Sometimes important projects remain undone because we keep tinkering with them endlessly. For example, my editor once received a compelling book proposal from an agent. She read it. The next day she received a new version, with an email saying, “The authors made some changes.” She read the new version, which seemed more or less identical. Two days later she got another version, which was somehow less polished than the first. The author couldn’t stop tinkering.
We all have essential projects we want to complete. But often we find ourselves tinkering endlessly, spinning our wheels, unable to get our project over the line. Often, the solution is simply to decide what “getting it over the line” actually looks like.
I define “done” as the point just before the effort invested begins to be greater than the output achieved. to get an important project done it’s absolutely necessary to define what “done” looks like. This insight may sound obvious. But if you think of most of the essential projects you are working on, how clear is your idea of what completion looks like?
Getting clear on what “done” looks like doesn’t just help you finish; it also helps you get started. All too often, we procrastinate or struggle to take the first steps on a project because we don’t have a clear finish line in mind. As soon as you define what “done” looks like, you give your conscious and unconscious mind a clear instruction. Things click into gear and you can begin charting a course toward that end state. It’s surprising how much clarity on this you can achieve in a one- minute burst of concentration. For example, when you have an important project to deliver, take sixty seconds to close your eyes and actually visualize what it would look like to cross it off as done: “I’ve addressed each of the questions the client posed and proof-read it once.” It takes only one minute of concentration to clarify what “done” looks like. Getting the outcome clear focuses you like nothing else can. All of your resources shift into gear to bring that outcome to fruition.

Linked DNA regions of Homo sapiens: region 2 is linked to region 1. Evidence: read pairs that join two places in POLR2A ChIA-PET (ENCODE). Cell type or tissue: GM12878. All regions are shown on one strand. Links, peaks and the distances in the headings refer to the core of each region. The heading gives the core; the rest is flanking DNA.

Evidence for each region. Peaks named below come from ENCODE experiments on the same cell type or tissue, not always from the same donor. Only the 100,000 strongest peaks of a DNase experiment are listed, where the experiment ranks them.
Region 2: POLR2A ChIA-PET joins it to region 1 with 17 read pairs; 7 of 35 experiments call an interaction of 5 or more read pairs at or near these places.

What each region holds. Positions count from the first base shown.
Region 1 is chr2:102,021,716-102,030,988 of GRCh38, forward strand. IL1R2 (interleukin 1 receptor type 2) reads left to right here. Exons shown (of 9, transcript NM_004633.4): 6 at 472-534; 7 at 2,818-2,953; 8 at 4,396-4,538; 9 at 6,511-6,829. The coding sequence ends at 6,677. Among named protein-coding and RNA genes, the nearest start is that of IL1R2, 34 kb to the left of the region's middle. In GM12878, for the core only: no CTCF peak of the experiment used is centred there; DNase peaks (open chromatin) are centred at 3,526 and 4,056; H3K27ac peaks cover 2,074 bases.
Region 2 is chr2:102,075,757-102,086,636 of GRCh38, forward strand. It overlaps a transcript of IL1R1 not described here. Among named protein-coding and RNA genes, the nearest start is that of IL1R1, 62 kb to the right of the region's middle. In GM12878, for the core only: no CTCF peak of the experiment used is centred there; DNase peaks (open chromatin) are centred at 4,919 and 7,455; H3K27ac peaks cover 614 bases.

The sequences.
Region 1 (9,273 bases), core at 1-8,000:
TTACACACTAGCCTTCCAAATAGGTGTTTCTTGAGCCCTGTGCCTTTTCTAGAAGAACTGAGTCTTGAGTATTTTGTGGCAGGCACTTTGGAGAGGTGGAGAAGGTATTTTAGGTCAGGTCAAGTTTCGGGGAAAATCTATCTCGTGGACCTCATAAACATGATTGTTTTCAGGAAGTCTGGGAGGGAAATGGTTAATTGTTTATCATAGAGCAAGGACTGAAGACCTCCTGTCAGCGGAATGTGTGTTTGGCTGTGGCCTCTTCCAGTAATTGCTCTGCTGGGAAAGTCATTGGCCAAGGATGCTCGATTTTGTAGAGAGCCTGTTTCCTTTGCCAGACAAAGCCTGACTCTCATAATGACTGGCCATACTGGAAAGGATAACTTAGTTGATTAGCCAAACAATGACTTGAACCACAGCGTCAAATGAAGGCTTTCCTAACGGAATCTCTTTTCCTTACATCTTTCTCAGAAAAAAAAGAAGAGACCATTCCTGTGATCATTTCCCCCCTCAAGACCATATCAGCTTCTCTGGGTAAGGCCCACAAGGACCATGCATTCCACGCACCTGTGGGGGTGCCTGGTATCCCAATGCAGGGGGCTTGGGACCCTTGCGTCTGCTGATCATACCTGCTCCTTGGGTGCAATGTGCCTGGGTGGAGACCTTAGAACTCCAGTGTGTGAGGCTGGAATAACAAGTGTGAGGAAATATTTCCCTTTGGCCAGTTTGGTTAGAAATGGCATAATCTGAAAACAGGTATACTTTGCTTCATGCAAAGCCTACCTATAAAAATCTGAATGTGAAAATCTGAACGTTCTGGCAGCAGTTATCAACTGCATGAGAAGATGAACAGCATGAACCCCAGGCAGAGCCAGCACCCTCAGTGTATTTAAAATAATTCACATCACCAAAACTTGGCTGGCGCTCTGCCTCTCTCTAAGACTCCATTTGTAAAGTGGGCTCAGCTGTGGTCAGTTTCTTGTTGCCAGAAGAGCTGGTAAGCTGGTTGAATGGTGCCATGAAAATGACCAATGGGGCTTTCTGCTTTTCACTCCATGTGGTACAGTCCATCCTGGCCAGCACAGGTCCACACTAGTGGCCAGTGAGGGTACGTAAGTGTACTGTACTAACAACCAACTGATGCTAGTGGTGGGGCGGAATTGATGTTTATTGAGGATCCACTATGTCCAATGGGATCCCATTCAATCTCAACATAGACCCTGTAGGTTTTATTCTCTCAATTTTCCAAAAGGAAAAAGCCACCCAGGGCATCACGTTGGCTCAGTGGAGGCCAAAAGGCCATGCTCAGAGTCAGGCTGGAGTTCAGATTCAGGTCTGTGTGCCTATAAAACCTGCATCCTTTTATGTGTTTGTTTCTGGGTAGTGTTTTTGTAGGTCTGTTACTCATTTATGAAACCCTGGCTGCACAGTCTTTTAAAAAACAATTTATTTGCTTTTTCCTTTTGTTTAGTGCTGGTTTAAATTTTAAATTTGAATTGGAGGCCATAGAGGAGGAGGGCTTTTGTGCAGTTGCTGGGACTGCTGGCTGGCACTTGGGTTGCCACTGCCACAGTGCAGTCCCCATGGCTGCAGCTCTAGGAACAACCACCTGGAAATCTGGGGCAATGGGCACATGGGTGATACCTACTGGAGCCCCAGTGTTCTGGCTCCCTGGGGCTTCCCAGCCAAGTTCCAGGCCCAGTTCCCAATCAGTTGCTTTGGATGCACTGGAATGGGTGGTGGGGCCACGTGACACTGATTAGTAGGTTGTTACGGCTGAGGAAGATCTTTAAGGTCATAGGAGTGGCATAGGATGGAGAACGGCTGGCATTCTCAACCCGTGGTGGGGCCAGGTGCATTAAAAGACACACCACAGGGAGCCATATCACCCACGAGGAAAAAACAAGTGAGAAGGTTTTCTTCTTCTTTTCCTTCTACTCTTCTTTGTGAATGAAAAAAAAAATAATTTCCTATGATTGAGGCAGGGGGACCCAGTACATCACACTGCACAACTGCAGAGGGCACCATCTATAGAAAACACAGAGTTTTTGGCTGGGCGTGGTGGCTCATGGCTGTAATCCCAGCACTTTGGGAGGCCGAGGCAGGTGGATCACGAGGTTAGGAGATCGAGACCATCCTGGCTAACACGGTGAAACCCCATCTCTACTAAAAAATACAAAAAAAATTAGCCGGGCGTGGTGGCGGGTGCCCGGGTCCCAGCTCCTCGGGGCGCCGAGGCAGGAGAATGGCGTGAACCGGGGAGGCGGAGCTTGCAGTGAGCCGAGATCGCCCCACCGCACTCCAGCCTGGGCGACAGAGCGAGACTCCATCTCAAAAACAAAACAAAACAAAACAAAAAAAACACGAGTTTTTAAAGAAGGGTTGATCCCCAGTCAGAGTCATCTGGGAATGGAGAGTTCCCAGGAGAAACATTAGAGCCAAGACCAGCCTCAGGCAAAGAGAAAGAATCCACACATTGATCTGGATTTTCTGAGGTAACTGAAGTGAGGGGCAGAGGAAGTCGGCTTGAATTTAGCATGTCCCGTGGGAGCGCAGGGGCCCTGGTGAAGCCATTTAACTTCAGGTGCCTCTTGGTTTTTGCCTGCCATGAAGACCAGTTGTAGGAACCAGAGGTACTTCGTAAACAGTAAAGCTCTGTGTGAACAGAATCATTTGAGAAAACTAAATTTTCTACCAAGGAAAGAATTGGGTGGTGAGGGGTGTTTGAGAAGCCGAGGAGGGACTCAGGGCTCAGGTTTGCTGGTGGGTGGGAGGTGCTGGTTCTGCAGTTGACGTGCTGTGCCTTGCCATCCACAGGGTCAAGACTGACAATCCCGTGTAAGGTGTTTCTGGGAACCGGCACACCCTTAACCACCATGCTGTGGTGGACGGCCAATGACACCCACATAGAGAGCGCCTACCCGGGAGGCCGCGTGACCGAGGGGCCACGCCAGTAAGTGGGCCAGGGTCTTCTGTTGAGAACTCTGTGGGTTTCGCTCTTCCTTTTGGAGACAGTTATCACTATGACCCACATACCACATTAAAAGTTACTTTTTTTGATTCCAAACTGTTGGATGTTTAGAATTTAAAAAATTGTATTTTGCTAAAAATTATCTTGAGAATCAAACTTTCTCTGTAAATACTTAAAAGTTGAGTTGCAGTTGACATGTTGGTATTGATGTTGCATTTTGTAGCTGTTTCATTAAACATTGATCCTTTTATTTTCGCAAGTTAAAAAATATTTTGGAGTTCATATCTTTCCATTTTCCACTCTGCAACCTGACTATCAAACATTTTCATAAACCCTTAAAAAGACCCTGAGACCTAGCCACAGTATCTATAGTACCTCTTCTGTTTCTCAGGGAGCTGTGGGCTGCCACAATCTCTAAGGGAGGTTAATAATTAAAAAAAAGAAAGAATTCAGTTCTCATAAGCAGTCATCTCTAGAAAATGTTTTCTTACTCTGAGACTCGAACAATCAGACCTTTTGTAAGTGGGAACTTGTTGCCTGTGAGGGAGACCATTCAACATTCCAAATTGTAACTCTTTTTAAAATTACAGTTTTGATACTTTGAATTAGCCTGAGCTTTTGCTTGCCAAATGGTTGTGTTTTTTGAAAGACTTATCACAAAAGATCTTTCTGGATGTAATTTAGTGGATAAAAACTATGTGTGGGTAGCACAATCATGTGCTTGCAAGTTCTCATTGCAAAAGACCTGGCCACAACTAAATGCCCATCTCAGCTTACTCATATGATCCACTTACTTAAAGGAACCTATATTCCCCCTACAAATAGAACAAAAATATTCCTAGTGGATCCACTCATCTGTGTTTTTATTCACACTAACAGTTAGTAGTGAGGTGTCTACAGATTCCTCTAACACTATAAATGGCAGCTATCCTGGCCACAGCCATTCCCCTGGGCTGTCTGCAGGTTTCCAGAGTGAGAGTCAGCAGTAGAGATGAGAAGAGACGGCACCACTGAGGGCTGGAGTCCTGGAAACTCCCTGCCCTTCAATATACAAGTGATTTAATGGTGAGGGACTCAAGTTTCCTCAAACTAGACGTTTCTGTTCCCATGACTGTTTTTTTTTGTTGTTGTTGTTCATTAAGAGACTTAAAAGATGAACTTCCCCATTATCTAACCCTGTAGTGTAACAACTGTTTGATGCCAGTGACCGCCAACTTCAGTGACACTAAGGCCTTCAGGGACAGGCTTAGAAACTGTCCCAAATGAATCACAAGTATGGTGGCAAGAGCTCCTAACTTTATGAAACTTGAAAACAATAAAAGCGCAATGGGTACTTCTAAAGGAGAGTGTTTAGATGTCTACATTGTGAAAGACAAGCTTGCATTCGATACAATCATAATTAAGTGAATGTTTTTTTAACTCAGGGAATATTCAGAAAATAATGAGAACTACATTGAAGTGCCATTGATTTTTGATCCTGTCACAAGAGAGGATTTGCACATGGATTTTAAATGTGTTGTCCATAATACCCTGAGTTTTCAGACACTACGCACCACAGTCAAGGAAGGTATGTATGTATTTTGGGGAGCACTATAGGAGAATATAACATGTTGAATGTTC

Make a “Done for the Day” List
“Done” isn’t always going to apply to an individual task or project. We have all experienced the overwhelmed feeling that comes from staring down the barrel of a seemingly infinite “to do” list— one that has usually become longer by the end of the day than it was at the beginning. It creates an unwinnable war. So how do we know when the work of the day is “done”? I like to use a “Done for the Day” list. A Done for the Day list is not a list of everything I theoretically could do today, or a list of everything I would love to get done. These things will inevitably extend far beyond the limited time available. Instead, this is a list of what will constitute meaningful and essential progress.
As you write the list, one test is to imagine how you will feel once this work is completed. Ask yourself, “If I complete everything on this list, will it leave me feeling satisfied by the end of the day? Is there some other important task that will haunt me all night if I don’t get to it?” If your answer to the second question is yes, that is a task that should go on the Done for the Day list.
And each day, once those truly essential tasks are complete , it’s time to close out your email, power down your laptop, and get as far away from your “office” – even if it’s just a few feet – as possible.